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'Shadow' Movie Review

About.com Rating 2.5 Star Rating

By

Shadow movie poster
© IFC
Stop me if you've heard this one before: a sadistic madman holds victims captive, slowly torturing them in a dark, dank basement lair. It sounds like every other direct-to-video "torture porn" movie hitting shelves on a weekly basis, but Shadow offers a surprisingly insightful and socially conscious twist on the concept.

The Plot

David (Jake Muxworthy) is an American soldier who just finished a tour of duty in Iraq and is relaxing with a bike tour of a mountainous region in Europe known as the Shadow. Along the way, he stops at a pub and defends the honor of a local woman named Angeline (Karina Testa) who's being harassed by a couple of thugs (Chris Coppola and Ottaviano Blitch).

Later, Angeline tells him the story of a group of rebels in this war-torn region who years ago took shelter in a nearby coal mine and were burned alive by soldiers. Ever since then, that part of the forest has been rumored to be haunted.

Soon, however, David and Angeline find themselves menaced by a non-supernatural, real-world threat: the two thugs have come back to finish their assault. A chase ensues, and the four find themselves separated and hunted by a mysterious skeletal figure (Nuot Arquint). Is it a ghost, or something else? Whatever it is, it's sadistic and is searching for blood.

The End Result

Nuot Arquint in 'Shadow'.

Nuot Arquint in 'Shadow'.

© IFC
Shadow is an engaging, attractive film that shows great promise of rising above the typical torture porn retread full of wriggling, helpless victims being gouged and prodded for an hour and a half. Ultimately, though, while it's a cut above that sort of drek, it fails to live up to its sizeable potential for a number of reasons.

For one, the script is far too scant -- even for a horror movie. It clocks in at barely over 70 minutes (plus credits), which, granted, leaves little time for the viewer to get bored, but it also allows for few twists, little character depth and limited thrills. The story -- including a nice twist ending -- features refreshing social commentary about the nature of war and the inhumanity of man, but the message is dulled by the fact that there's so little leading up to it to draw you in and get you invested in the characters.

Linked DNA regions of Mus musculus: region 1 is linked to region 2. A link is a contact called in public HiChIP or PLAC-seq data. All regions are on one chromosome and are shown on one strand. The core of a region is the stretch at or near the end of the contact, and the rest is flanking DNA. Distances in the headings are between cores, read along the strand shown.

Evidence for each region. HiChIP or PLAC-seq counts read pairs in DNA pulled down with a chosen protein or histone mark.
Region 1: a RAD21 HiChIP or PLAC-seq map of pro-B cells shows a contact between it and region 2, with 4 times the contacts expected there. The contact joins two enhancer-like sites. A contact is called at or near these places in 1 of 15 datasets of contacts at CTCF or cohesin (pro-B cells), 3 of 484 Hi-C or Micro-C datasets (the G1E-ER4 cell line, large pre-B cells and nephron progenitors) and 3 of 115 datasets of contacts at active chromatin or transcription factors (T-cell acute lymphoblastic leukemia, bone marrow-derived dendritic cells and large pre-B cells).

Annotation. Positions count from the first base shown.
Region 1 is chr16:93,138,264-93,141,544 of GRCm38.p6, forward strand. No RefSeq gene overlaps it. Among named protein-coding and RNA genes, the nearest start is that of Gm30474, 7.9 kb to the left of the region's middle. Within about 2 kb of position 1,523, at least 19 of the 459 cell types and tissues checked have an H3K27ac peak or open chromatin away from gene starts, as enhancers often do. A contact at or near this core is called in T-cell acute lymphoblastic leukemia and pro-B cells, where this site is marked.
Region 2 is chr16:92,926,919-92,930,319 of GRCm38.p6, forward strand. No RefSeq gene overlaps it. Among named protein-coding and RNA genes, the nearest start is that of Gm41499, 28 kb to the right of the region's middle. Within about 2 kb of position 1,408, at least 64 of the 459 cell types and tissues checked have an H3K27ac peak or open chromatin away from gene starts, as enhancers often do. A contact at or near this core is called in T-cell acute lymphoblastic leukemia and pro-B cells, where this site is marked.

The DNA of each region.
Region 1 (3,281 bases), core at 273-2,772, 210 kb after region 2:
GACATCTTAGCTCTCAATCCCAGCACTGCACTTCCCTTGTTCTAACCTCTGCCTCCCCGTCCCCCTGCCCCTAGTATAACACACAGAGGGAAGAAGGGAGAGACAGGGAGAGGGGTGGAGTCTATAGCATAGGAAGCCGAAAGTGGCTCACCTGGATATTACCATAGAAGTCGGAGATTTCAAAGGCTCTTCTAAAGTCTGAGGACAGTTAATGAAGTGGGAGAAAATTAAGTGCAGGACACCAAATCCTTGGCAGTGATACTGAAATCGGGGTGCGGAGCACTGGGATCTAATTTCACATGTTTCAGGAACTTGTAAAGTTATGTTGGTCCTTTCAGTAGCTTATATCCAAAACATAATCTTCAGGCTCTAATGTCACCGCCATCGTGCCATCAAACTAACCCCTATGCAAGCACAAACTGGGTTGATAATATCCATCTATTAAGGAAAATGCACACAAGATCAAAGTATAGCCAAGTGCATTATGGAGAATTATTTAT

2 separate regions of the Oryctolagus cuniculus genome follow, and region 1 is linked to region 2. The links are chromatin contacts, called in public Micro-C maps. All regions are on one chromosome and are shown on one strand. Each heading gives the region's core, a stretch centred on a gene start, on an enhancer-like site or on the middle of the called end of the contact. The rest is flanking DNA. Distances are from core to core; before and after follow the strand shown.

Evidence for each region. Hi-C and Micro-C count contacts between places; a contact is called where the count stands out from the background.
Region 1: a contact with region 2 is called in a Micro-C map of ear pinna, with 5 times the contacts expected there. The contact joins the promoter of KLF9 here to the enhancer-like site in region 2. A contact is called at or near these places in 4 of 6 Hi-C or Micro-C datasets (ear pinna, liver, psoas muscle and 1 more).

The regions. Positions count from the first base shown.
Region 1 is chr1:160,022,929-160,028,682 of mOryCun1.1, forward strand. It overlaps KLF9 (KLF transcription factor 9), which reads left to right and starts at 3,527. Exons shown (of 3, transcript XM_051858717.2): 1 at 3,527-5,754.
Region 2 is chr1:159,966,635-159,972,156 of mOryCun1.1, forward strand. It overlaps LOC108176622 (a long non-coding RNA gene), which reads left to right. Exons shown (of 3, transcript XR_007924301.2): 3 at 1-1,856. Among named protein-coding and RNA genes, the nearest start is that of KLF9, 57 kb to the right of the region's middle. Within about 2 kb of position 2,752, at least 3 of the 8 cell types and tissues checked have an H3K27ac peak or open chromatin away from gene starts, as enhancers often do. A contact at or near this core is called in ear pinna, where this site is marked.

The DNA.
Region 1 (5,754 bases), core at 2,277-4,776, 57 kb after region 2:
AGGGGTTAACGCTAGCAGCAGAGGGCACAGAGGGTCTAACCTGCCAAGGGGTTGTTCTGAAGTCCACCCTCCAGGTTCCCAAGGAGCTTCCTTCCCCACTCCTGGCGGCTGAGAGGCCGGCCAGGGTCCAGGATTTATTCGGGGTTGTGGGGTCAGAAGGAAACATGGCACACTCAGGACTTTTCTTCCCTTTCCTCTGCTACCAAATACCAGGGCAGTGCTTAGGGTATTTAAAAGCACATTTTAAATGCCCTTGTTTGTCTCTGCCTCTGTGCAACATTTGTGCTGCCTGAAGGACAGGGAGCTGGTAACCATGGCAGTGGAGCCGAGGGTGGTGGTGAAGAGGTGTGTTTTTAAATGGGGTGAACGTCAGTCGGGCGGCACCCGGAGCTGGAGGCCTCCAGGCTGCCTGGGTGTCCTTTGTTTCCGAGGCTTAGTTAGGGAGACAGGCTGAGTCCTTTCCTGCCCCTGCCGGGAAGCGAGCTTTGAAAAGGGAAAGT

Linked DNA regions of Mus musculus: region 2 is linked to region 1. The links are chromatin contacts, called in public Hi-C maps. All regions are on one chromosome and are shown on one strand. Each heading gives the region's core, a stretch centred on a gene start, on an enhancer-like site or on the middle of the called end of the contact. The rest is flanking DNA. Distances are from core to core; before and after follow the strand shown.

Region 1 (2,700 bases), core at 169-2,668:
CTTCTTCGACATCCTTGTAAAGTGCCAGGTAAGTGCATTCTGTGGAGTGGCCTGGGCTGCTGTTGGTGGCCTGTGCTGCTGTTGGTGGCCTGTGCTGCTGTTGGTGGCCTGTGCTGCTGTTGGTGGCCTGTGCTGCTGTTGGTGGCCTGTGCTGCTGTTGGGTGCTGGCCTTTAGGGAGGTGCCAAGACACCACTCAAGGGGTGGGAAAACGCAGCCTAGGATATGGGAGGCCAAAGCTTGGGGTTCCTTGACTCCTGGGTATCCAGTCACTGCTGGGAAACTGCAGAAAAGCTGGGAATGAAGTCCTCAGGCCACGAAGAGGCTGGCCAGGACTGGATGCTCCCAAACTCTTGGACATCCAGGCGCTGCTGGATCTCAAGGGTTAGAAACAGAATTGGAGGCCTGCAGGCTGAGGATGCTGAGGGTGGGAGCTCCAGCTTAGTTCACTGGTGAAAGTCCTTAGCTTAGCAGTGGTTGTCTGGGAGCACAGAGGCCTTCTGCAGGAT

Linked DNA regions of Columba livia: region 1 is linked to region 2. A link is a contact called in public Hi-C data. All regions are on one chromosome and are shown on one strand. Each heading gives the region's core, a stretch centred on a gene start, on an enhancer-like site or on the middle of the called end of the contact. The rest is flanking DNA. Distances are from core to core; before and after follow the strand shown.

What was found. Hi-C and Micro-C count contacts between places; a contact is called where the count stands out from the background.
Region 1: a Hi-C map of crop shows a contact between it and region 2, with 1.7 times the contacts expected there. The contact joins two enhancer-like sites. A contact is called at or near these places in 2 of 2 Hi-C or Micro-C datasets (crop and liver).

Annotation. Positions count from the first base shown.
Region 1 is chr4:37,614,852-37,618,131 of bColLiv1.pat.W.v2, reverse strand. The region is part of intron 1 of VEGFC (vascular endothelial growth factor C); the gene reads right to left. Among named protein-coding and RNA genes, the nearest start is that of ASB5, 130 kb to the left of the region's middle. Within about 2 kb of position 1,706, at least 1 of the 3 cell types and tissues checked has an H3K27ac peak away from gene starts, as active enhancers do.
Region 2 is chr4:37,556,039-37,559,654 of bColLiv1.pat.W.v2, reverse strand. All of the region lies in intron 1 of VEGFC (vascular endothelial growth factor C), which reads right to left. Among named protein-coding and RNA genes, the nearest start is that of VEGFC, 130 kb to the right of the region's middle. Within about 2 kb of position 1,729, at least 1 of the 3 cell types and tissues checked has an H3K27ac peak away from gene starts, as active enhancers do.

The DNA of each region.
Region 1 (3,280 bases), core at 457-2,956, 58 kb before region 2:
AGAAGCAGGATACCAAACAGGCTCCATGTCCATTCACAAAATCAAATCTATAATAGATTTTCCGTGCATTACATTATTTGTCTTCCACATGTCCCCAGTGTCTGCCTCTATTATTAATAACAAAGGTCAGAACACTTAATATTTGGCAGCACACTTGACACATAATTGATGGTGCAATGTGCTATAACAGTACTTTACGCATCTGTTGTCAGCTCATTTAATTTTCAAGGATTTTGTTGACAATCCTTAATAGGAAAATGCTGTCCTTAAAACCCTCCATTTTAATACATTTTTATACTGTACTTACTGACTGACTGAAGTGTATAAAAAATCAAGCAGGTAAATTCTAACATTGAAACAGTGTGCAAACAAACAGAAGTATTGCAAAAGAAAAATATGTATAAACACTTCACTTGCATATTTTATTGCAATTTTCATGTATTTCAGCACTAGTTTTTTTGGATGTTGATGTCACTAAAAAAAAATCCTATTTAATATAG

The gaunt, reclusive villain -- dubbed Mortis -- is creepy enough to be a potential horror icon, but he isn't given enough to work with to be truly intimidating. When he isn't tormenting people, the script has him doing silly tasks seemingly written as "[insert icky horror villain-type action here]". Thus, we end up watching him lick a toad and give a plastic anatomy model a sponge bath. Okaaaay...

Similarly, director Federico Zampaglione's instincts seem to be clouded by all the horror movies he's seen in his life. Predictable "boo" scares and frustrating "cutaway kills" abound (although he's more than willing to linger on the torture scenes), dulling the action and scares (or lack thereof).

That said, Shadow is visually stimulating with solid production value all around. Its attempt to be deeper than your average horror movie is admirable, if only partially successful -- which is more than can be said for most genre films these days.

The Skinny

  • Acting: C+ (Solid, though lacking in a certain emotional resonance.)
  • Direction: C+ (A nice-looking film, but relies too much on cliched genre techniques that don't generate genuine scares.)
  • Script: C- (A great concept that needs expanding.)
  • Gore/Effects: B- (Grisly, prolonged torture scenes will make you squirm, if that's your thing.)
  • Overall: C+ (An admirable message, but the horror elements don't draw viewers in enough for it to have an impact.)

Shadow is directed by Federico Zampaglione and is not rated by the MPAA. Release date: October 13, 2010 (on demand).

Disclosure: The studio provided free access to this movie for review purposes. For more information, please see our Ethics Policy.

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